Almost 35 years later, Six Nations’ first language immersion school still has no space of its own.
Kindergarten to Grade 12 students at Kawenni:io/Gaweni:yo are currently learning out of a makeshift space on the second floor of the Iroquois Lacrosse Arena, as community members, staff and parents continue to push for funds to build a new, roughly $17 million school.
Since I first started working on Six Nations in 2004, I have been fascinated by the idea of Kawenni:io/Gaweni:yo. The fact there are culturally-knowledgeable adults devoting their lives to teaching upcoming generations of youth how to speak one of the languages, and the culture that goes along with it, while also completing a western education, really spoke to me.
I see it as one of the most enduring ways the community has continued to regain the culture and language lost through colonization and residential schools. The tenacity of the students and staff, to keep going despite all of its funding challenges, continues to amaze me.
Whenever I hear of fundraising or think of fundraising, Kawenni:io/Gaweni:yo is always first on my mind. With the amount of articles I’ve written on this ongoing story for the past decade, I’ve always been perplexed at the struggle it’s been to get the funding needed for this amazing school.
That’s why, when I lace up my shoes with two strong Six Nations women – Brenda Mitten and Kris Davis – this Sunday for the 30 km Around the Bay Road Race in Hamilton, I will be running for Kawenni:io/Gaweni:yo.
The three of us are kindly asking for community support in the form of donations to sponsor our run this weekend in the name of Kawenni:io/Gaweni:yo.
The school name, Kawenni:io (Mohawk) and Gaweni:yo (Cayuga), translates to “good-sounding words.”
This year, 2022, also marks the beginning of the United Nations Decade of Indigenous Languages. 500 years after violent global colonization, Indigenous languages are making a comeback and the youth are growing up immersed in their own culture and language. But it shouldn’t be such a struggle for funds.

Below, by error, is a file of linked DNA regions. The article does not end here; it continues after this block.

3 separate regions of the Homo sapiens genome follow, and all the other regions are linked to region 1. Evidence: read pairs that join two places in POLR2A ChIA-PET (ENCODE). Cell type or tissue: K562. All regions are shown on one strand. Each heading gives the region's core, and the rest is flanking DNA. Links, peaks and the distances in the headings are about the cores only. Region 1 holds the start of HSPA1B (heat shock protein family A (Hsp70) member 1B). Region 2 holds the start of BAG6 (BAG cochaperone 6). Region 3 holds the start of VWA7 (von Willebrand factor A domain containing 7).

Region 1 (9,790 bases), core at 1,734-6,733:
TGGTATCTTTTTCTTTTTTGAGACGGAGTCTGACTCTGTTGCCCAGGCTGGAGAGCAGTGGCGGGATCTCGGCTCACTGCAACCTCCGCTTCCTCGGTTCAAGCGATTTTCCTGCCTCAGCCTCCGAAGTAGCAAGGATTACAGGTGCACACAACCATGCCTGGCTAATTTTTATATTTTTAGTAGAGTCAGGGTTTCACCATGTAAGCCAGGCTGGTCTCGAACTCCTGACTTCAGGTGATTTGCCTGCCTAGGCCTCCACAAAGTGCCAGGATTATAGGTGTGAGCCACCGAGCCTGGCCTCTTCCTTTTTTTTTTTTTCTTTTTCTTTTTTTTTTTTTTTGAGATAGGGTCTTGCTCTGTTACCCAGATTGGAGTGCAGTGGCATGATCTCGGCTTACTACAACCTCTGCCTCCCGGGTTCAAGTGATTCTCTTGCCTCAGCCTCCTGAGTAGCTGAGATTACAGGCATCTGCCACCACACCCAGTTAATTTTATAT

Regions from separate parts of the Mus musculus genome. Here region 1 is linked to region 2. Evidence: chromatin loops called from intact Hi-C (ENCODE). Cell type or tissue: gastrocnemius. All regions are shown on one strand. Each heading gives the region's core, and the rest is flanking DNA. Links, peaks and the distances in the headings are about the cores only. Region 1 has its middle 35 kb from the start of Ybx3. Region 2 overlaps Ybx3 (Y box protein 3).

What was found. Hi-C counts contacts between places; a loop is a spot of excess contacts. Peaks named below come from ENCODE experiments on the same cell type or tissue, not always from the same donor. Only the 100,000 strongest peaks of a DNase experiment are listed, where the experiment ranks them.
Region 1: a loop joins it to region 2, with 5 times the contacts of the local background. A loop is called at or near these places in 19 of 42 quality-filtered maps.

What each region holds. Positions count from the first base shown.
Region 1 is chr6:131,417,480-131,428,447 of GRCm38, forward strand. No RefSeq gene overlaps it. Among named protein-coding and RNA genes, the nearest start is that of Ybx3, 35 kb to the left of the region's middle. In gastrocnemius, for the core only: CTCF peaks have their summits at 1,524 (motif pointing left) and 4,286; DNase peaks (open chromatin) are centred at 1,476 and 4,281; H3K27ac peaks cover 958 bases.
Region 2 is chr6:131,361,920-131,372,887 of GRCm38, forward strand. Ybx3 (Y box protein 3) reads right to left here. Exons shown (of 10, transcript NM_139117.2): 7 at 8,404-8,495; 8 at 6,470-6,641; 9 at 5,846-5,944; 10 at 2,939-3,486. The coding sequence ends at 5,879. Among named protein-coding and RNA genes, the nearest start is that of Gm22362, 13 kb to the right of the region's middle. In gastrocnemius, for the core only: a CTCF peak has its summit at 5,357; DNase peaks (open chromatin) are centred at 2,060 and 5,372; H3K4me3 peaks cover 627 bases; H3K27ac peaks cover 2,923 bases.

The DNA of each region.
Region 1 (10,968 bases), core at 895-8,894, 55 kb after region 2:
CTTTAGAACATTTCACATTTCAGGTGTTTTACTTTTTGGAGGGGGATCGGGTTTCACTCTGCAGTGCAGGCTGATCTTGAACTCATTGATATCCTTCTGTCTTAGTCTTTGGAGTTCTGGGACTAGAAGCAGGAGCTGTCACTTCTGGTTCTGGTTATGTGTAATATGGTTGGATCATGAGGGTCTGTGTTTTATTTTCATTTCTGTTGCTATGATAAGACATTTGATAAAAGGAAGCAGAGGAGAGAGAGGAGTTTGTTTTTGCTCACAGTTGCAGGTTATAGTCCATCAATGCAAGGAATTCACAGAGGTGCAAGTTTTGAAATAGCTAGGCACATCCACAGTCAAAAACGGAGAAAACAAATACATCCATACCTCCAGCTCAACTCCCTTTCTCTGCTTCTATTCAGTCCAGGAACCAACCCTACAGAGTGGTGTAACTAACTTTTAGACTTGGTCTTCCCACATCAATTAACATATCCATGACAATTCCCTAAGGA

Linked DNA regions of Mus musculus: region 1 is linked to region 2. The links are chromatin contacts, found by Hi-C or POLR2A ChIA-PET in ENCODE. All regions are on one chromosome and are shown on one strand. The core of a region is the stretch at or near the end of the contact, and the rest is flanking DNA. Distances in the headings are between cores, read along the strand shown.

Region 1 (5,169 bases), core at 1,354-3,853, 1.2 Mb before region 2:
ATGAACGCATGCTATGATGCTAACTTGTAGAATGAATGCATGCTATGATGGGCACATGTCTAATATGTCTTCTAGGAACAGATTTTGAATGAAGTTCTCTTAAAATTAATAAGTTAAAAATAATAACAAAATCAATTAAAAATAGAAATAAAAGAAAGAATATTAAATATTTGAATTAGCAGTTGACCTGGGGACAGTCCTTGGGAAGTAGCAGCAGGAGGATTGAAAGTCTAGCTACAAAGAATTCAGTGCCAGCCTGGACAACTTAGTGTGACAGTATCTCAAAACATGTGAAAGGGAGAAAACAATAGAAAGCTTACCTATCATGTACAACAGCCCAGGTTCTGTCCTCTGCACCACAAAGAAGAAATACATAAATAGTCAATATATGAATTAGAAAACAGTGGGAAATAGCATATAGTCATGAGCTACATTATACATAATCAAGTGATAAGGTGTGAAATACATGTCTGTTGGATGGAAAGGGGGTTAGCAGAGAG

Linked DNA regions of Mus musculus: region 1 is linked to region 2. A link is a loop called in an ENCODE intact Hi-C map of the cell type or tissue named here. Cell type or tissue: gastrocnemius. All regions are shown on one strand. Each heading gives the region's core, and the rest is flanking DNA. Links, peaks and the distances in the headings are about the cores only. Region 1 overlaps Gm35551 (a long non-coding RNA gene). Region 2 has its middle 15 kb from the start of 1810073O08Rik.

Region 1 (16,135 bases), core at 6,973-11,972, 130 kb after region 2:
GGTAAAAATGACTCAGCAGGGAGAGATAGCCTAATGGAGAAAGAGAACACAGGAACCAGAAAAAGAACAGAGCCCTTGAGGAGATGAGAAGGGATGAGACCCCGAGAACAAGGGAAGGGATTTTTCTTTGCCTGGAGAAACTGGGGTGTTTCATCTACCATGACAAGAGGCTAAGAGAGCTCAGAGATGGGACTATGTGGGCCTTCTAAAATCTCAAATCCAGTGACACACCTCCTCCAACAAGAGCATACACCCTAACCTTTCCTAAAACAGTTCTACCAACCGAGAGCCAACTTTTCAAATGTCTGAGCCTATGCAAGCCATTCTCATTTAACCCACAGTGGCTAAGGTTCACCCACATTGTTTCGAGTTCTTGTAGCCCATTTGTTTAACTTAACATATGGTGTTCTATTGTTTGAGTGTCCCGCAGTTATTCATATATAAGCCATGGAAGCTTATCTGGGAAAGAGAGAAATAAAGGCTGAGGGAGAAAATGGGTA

It’s unconscionable that trying to get the funding for this much-needed school has been so difficult, while similar amounts are frittered away by our government on a daily basis on completely unnecessary projects. So let’s take matters into our own hands.
Brenda and Kris will be doing the 5 km distance and I’m doing the 30 km distance.
It’s an amazing and historical race because it’s the oldest road race in North America and it’s also the first race that legendary Six Nations distance runner Tom Longboat won in 1906. He won by three minutes, marking the start of his extraordinary running career.
We are eternally grateful for your support. You can send donations of any amount via etransfer to email@example.com.
Kawenni:io/Gaweni:yo Principal Dr. Jeremy Green (Tehota’kera:tonh) and Board Chair Ruby Jacobs are aware and supportive of the fundraiser.
All funds raised will be presented to the school board in the week following the race. If you have any further suggestions for help in this fundraising effort, please email firstname.lastname@example.org.
The race will attract thousands of international runners and media and begins roughly at 9 a.m. in front of First Ontario Centre in Hamilton.
In the meantime, to learn about this amazing school, please visit www.kgps.ca. You can also donate via a donation form on the school Web site at the bottom of the home page.
Thank you and Nya:weh from the bottom of our hearts!